So I’d say my first loves in electronic music were probably at the more commercial end of house and electro, from when I first started going out. It was like Green Velvet, Armand Van Helden etc. But it was bigger than the music; I got hooked on the whole thing really, the atmosphere, the sound, the relationship between the DJ/performer and the audience. It feels as though that’s my first point of contact really with electronic music, in the immersive club environment.
Later on I moved to London when I was about 19 and that’s where I discovered fabric and especially The End. It’s just been non stop from there really, at first just going to experience it but that slowly sort of transpired into being more interested in what the DJ was doing at the back. That introduction to good quality house and techno in the right environment, with a great sound system, DJ and an up for it crowd, you just get hooked on it. Especially in a city like London, the diversity of the crowd and the energy, I’m getting goosebumps talking about it!
More recently, a proper first love has been Underground Quality. I’m still working towards owning every release. But yeah I’ve definitely got a ‘first love’ like obsession with UQ. It’s that rough around the edges house sound that I love. Early releases like Fly Away are right up my street with the strange vocal too. After reading lots of interviews with some of these guys, I feel as though I can hear New York in the music, but I could just be going mad.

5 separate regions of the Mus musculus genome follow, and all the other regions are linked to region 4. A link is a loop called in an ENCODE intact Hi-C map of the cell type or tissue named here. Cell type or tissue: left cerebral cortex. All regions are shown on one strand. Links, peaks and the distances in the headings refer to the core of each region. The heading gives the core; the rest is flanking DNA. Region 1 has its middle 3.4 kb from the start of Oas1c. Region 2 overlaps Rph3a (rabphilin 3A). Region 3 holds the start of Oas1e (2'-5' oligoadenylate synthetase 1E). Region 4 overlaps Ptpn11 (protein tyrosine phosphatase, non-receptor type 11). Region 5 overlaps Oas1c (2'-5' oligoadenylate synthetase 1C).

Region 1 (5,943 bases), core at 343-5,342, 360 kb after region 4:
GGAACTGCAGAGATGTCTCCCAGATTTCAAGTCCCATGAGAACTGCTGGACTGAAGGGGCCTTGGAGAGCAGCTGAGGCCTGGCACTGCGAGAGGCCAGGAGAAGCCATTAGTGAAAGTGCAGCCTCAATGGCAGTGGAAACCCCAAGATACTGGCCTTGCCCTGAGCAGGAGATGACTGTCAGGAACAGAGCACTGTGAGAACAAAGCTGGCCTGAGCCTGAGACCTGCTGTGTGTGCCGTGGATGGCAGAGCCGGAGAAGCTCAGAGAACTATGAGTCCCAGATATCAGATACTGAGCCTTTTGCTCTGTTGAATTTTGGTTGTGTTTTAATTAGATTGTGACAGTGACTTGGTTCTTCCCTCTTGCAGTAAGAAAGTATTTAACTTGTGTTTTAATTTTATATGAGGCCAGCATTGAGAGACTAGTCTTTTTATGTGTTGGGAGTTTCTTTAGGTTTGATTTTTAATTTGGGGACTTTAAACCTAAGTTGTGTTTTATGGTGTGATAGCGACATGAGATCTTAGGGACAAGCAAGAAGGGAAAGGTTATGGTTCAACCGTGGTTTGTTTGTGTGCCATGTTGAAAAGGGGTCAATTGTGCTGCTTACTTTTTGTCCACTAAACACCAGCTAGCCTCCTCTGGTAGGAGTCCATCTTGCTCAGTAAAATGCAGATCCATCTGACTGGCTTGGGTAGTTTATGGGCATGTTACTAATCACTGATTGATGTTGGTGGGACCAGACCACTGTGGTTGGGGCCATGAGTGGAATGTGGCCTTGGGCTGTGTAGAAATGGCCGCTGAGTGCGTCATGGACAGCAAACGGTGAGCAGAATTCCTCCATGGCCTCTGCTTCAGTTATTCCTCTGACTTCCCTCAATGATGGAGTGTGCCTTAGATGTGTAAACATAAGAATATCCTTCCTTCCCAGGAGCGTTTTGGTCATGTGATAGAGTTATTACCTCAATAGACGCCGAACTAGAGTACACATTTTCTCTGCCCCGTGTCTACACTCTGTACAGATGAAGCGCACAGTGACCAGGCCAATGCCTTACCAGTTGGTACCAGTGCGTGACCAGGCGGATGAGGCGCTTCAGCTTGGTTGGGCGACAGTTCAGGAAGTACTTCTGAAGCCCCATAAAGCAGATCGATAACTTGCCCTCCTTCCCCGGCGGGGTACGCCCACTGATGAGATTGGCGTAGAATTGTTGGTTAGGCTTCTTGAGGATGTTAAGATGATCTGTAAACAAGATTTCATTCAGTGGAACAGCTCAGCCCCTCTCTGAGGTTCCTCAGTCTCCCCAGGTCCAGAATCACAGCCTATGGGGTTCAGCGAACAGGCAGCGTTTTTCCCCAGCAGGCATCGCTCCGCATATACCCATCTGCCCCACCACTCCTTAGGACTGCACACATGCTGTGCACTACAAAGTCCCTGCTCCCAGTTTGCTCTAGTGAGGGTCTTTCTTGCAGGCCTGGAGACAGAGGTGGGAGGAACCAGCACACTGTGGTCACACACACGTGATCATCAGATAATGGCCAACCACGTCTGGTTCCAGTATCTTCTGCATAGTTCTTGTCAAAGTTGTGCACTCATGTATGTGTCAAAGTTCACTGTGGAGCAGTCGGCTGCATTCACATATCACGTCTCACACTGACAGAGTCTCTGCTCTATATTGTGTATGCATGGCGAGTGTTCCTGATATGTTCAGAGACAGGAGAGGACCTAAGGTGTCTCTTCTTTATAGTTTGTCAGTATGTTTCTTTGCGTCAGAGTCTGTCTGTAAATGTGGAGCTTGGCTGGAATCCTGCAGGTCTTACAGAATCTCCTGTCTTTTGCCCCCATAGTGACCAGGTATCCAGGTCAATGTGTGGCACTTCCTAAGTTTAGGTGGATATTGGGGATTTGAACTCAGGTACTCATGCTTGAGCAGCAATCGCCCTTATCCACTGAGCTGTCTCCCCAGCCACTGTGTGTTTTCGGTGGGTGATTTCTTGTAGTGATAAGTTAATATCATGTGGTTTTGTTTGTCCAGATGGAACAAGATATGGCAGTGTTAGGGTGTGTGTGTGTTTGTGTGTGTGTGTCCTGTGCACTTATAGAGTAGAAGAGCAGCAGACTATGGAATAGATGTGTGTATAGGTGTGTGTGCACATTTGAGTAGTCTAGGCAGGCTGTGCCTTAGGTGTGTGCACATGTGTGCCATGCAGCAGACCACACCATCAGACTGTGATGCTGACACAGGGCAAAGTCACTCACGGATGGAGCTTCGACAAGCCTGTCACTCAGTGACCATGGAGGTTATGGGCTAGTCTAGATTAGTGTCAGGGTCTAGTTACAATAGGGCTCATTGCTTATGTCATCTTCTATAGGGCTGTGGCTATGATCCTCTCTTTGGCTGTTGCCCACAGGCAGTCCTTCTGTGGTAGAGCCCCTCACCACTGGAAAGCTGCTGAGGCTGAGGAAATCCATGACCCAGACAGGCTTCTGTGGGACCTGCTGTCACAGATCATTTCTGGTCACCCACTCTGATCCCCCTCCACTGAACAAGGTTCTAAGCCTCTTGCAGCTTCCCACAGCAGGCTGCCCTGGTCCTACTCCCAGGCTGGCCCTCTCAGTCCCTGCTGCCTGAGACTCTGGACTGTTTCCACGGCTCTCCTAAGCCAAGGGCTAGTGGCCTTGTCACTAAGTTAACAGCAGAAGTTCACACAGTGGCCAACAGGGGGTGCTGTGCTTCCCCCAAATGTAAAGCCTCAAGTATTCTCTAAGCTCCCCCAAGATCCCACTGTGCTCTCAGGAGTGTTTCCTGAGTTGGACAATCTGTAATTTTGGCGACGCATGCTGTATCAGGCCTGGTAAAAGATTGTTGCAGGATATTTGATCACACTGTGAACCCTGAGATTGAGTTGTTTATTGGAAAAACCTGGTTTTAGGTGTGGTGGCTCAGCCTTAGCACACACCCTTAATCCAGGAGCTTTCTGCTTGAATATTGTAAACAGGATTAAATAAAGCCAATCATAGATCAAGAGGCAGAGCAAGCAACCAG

Was there much of a scene in your locality? If so, where was good to go and who were the local DJs who played the music/you respected the most?
Adelaide has a small but great scene, but funnily enough it’s something I’ve learnt more about since being here in London as I’ve been away a while now. There’s a fantastic record shop called Transitions where I got some wicked records when I last visited. And Cuckoo and Sugar bring unbelievable domestic and international artists to the city week in week out.
I recently read a great article about it on the Tea and Techno blog. The stuff about the city’s techno heyday in the nineties is fascinating; they had the guys from Detroit coming over weekly! There’s loads I didn’t know, and lots of people who’ve been on it for years getting a nicely put, and well-deserved, mention.